Sunday, July 17, 2011

Heed My Words

"The golden moments in the stream of life rush past us and we see nothing but sand; the angels come to visit us, and we only know them when they are gone."  -- George Elliot

The Forakers are doing a drive.  A multi-hour, grueling, boring drive with four kids and two adults who are all sleep deprived, sick of fast food and frankly ready for their own toilets and their own beds and in that order.  The term "weary traveller" becomes dear to me and I try to envision the Good Samaritan, the settlers who traversed the Great Plains and every immigrant that has ever made his way to our beloved country and hold them close.  It's not that bad, I tell myself...we're on a vacation...those people were changing their very lives.  Still, I feel a kinship with them.

We stop in Bakersfield, California.  It's not a tourist destination in any sense of the word.  Actually, no offense to native Bakersfield-types, but it's a place to try to avoid.  It's hot, flat and pretty dull.  It has the dust of agriculture floating in the air.  It has the scent of a town that shoulda, coulda, woulda done something great but just never did.  It makes me say to my kids who've been confined in the car for hours already: "This is a fast stop.  Let's get it all done quick and we're back on the road."

Mary Kate needs something that McDonald's just isn't going to have so we wander next door to Harry's Market which is a gas station and a convenience store and peruse the shelves for feminine protection.  The hunt isn't going well.  We find something that will work and then decide to use candy as our cover.  We buy a candy bar for every family member, throw in some gum for good measure and we plop it all in front of an innocuous looking cashier.  Hoping to be casual, we both avoid eye contact and so I notice what the cashier was reading: a pink-tinged newspaper written in arabic.

"Is this your daughter?" the cashier asks.

Forced from my eye avoidance I look up to find a gentle, kind and hypnotic pair of eyes.  I try to categorize them in my mind in milliseconds...are they hazel?  They seem to be cafe au lait sprinkled with Tinkerbell green glitter and suddenly I want to stare at them linger.

"Yes, this is my daughter."

"She's taller than you."

I smile.  "Yes, she is. Quite a bit taller than me actually."

"She's going to keep growing." He looks at me, pointedly...suddenly a sooth-sayer, no longer a cashier.

"Most likely." I laugh.  "You should see her brother."

The cashier/fortune teller is not side-tracked.  "I have three daughters." he reveals and suddenly I can feel his parental delight.  Instantly, I know that they are grown and that he is immeasurably proud.

"Congratulations.  How old are they?" I ask curious about the eyes, the wisdom behind them, the stories they can tell.

"19, 21 and 24.  They are all in the medical field."

"Wonderful!  My daughter is hoping to be a nurse."  As usual, I over share, and Mary Kate is cringing.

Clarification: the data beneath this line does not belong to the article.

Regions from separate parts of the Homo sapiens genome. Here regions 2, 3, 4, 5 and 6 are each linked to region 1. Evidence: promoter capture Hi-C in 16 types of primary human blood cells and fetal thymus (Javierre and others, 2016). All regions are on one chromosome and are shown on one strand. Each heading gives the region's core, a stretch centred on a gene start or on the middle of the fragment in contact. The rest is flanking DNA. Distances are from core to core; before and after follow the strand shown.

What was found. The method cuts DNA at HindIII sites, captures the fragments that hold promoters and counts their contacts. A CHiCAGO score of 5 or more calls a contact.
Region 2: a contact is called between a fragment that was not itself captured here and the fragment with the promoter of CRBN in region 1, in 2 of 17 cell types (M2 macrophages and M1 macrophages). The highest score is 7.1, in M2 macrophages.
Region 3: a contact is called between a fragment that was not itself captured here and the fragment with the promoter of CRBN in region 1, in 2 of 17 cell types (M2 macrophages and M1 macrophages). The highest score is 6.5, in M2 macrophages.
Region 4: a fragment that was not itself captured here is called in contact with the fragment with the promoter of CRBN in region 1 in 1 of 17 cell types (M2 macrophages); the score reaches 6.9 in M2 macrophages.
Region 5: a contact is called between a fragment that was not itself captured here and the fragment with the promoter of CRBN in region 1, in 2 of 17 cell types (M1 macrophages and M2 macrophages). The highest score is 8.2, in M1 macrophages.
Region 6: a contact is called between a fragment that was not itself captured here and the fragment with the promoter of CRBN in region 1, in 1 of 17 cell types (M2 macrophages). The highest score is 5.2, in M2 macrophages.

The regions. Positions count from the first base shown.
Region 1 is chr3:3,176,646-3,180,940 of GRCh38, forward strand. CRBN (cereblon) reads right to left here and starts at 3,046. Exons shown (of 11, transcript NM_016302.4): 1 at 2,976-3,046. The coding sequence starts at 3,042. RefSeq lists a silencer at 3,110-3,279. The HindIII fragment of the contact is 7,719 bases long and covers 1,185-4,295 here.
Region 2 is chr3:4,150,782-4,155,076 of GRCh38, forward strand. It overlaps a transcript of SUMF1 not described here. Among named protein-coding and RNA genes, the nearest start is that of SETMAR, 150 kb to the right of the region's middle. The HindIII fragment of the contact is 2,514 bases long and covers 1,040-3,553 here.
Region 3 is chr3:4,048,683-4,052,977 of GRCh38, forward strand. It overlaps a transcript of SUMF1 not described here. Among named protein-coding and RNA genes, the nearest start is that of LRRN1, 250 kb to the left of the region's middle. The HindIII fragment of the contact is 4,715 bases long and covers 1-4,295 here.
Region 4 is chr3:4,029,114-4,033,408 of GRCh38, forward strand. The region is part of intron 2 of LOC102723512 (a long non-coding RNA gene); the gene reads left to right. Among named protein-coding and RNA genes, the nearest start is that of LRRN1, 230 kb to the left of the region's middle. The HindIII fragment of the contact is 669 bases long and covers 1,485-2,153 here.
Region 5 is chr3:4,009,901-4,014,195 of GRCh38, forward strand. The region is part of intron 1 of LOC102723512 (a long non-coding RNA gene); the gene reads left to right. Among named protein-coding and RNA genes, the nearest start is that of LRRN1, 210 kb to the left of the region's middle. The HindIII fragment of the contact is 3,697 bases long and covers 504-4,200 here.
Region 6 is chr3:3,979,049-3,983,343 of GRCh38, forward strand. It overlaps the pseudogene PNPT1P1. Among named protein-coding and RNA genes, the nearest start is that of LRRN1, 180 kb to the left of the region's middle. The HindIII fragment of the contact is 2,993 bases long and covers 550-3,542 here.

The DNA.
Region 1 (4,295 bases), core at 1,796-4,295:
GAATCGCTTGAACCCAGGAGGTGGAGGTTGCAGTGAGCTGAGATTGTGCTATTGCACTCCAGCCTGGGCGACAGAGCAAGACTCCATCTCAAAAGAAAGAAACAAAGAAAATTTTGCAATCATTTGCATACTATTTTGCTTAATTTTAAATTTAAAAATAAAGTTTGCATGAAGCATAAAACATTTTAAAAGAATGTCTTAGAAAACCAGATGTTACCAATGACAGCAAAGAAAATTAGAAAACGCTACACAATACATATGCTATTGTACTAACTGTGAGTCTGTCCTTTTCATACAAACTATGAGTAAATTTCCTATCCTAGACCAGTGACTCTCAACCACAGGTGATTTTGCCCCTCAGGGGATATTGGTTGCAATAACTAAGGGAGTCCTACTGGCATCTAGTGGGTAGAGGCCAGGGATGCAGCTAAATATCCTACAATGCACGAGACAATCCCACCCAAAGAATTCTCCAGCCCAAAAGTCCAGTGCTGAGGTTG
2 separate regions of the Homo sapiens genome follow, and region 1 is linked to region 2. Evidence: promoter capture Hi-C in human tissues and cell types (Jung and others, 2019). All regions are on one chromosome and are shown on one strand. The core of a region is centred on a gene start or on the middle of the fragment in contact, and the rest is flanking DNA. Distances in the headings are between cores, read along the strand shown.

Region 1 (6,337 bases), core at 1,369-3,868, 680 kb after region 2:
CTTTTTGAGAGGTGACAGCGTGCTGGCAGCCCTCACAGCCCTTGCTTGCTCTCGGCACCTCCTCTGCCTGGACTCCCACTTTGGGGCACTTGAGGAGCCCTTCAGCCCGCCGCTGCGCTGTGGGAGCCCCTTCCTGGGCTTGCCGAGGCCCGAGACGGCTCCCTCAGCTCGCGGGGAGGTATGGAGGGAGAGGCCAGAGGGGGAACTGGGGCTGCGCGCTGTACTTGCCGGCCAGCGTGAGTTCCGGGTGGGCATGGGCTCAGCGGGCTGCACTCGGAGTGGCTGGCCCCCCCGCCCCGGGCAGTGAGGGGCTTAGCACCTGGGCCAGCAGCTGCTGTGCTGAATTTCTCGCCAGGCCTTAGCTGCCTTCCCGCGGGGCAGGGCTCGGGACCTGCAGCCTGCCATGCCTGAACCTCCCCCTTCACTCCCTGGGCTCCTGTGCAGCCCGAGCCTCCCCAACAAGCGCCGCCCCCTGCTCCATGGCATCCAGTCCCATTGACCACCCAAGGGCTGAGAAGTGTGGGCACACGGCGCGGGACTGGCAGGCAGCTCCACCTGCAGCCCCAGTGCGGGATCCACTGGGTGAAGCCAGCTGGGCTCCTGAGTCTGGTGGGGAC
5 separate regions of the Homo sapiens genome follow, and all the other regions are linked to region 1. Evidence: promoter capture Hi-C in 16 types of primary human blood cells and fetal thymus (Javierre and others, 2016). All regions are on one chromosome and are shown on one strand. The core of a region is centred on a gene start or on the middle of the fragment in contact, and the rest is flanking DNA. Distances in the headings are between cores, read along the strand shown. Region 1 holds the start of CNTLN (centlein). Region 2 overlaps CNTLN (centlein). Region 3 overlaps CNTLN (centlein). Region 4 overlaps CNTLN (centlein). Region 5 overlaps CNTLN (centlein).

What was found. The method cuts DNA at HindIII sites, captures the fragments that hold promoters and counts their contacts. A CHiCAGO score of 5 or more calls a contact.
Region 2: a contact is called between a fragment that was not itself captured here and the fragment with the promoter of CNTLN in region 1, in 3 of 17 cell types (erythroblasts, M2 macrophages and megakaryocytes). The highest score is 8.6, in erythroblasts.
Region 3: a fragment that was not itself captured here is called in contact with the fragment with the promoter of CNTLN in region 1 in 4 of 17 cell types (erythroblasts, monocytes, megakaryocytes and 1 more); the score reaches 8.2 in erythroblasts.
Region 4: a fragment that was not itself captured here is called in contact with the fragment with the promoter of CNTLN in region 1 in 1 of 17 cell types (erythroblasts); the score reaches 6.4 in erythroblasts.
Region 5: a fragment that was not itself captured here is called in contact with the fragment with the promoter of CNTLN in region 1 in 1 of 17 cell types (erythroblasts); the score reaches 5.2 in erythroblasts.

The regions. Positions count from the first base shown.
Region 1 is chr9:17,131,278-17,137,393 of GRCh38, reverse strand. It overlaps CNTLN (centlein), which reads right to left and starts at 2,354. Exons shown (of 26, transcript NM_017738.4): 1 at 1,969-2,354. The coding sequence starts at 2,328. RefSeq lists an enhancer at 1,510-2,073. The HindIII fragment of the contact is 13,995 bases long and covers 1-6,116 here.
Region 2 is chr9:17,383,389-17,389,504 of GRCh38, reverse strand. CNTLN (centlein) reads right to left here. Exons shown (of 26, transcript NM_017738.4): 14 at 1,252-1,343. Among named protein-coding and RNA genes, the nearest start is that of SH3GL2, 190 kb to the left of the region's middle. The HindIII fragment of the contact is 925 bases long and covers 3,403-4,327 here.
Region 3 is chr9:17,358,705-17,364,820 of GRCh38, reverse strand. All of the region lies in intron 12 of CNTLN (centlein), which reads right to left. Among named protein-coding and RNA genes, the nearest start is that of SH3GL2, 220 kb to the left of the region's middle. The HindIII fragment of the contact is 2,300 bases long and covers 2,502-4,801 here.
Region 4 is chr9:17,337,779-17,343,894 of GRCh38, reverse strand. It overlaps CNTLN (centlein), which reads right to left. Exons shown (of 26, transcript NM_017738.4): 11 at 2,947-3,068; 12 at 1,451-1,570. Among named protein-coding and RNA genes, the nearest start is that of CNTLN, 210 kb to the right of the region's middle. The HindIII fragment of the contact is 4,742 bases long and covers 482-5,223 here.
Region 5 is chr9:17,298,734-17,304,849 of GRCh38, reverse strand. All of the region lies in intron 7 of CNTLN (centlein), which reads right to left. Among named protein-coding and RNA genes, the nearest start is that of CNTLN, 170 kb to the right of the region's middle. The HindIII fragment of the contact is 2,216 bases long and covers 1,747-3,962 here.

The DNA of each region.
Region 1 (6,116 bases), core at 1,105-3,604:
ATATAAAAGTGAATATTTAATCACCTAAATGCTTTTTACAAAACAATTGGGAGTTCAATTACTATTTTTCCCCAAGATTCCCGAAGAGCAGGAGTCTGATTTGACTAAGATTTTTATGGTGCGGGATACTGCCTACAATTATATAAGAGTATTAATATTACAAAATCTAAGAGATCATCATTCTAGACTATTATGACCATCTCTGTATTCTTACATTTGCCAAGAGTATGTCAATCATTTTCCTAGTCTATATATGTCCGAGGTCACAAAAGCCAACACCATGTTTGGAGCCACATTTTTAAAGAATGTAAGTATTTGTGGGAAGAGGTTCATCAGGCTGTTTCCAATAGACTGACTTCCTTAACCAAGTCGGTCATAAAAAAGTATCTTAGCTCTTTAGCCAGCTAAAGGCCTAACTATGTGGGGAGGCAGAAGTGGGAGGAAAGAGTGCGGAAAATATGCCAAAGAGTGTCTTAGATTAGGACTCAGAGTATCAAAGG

And that was the secret code that unlocked the door...without regard to time or to customers waiting or to this place we are in, wisdom comes pouring out like a waterfall:

"I knew a lady who was 67 years old when her husband died.  He died on their way to Lake Arrowhead.  She asked herself, What am I going to do now?  And do you know what she did? She went to medical school.  First she went to college to finish her degree and then she went to medical school and became a doctor -- 67 years old.  She is a doctor right here, down the street.  She is in her 90's now and no one can take that away from her.  She is a doctor."

He turns his spell-binding gaze on Mary Kate and she didn't have a chance.  She had to look him straight in the eye.

"You can cut your arm off.  You can have a husband and then lose him and lose all of your money but if you have this (he points to his brain and taps it) you have everything. No one can take it away from you." "Education is what you need.  You don't need any boyfriends.  You don't need anything but this (and he taps again)."

I look at Mary Kate and smile.  She smiles too but it's the smile of being polite.  She is going with it but she isn't sure at all where it's headed.

"Education is everything."

My sixteen year old daughter who thinks she needs a boyfriend, fantasizes about fashion and romance and blows off all adults she lives with actually pauses.  She nods.  She lets it sink in.

We have to get going.  Midnight strikes and the slippers melt away.  We are back with the pumpkins and mice.  I ask this man his name..."Singh" he says and smiles.  I shake his hand.  I feel his kindness permeate my skin and this weary traveller is mesmerized for one last time in the river of those eyes.

"Thank you so much." I pause.  I want to tell him how much he has helped.  How influential a stranger's words can be.  How his name will go into the archives of Foraker Family roadtrips...but how? How do you thank someone for their little rest stop on a weary road? How do you thank someone for the grace they sprinkled with their kindness and care?

I walk out with a black plastic bag full of candy and goosebumps on my arms.  An angel named Singh entered unannounced.  We almost missed him.  As we walked out the door I looked at Mary Kate.  She knew it too. Singh calls to us both, pointing at us he commands: "Heed my words!"

Singh, you have no idea.


  1. This is a lovely story and so beautifully written. I feel like you brought the angel to me too. Thank you!

  2. This story warms my heart. What a defining moment. I, too, feel as though you brought the angel to me.

  3. I love when you have an amazing encounter with someone like that! I always feels like you have to treasure the time you have with people, because it's often so brief and the relationship is never the same after time passes. Love this post:)